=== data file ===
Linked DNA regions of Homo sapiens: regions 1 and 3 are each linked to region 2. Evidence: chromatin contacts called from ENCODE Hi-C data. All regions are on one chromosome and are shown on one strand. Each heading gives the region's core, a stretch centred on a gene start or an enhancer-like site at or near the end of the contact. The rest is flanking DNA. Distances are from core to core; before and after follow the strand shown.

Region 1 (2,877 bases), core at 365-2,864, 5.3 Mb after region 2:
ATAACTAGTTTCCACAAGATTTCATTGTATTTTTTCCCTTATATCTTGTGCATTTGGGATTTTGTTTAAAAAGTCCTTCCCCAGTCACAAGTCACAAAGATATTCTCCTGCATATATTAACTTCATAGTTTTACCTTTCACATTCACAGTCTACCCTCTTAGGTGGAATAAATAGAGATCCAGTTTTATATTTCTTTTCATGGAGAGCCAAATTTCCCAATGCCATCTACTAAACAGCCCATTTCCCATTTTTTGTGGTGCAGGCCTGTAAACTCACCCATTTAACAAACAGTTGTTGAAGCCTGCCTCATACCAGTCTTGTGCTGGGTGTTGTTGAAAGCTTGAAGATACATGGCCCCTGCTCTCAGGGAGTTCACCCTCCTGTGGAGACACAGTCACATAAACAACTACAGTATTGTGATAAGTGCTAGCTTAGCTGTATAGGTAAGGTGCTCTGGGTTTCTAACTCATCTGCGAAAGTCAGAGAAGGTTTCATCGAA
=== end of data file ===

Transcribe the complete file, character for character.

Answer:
Linked DNA regions of Homo sapiens: regions 1 and 3 are each linked to region 2. Evidence: chromatin contacts called from ENCODE Hi-C data. All regions are on one chromosome and are shown on one strand. Each heading gives the region's core, a stretch centred on a gene start or an enhancer-like site at or near the end of the contact. The rest is flanking DNA. Distances are from core to core; before and after follow the strand shown.

Region 1 (2,877 bases), core at 365-2,864, 5.3 Mb after region 2:
ATAACTAGTTTCCACAAGATTTCATTGTATTTTTTCCCTTATATCTTGTGCATTTGGGATTTTGTTTAAAAAGTCCTTCCCCAGTCACAAGTCACAAAGATATTCTCCTGCATATATTAACTTCATAGTTTTACCTTTCACATTCACAGTCTACCCTCTTAGGTGGAATAAATAGAGATCCAGTTTTATATTTCTTTTCATGGAGAGCCAAATTTCCCAATGCCATCTACTAAACAGCCCATTTCCCATTTTTTGTGGTGCAGGCCTGTAAACTCACCCATTTAACAAACAGTTGTTGAAGCCTGCCTCATACCAGTCTTGTGCTGGGTGTTGTTGAAAGCTTGAAGATACATGGCCCCTGCTCTCAGGGAGTTCACCCTCCTGTGGAGACACAGTCACATAAACAACTACAGTATTGTGATAAGTGCTAGCTTAGCTGTATAGGTAAGGTGCTCTGGGTTTCTAACTCATCTGCGAAAGTCAGAGAAGGTTTCATCGAA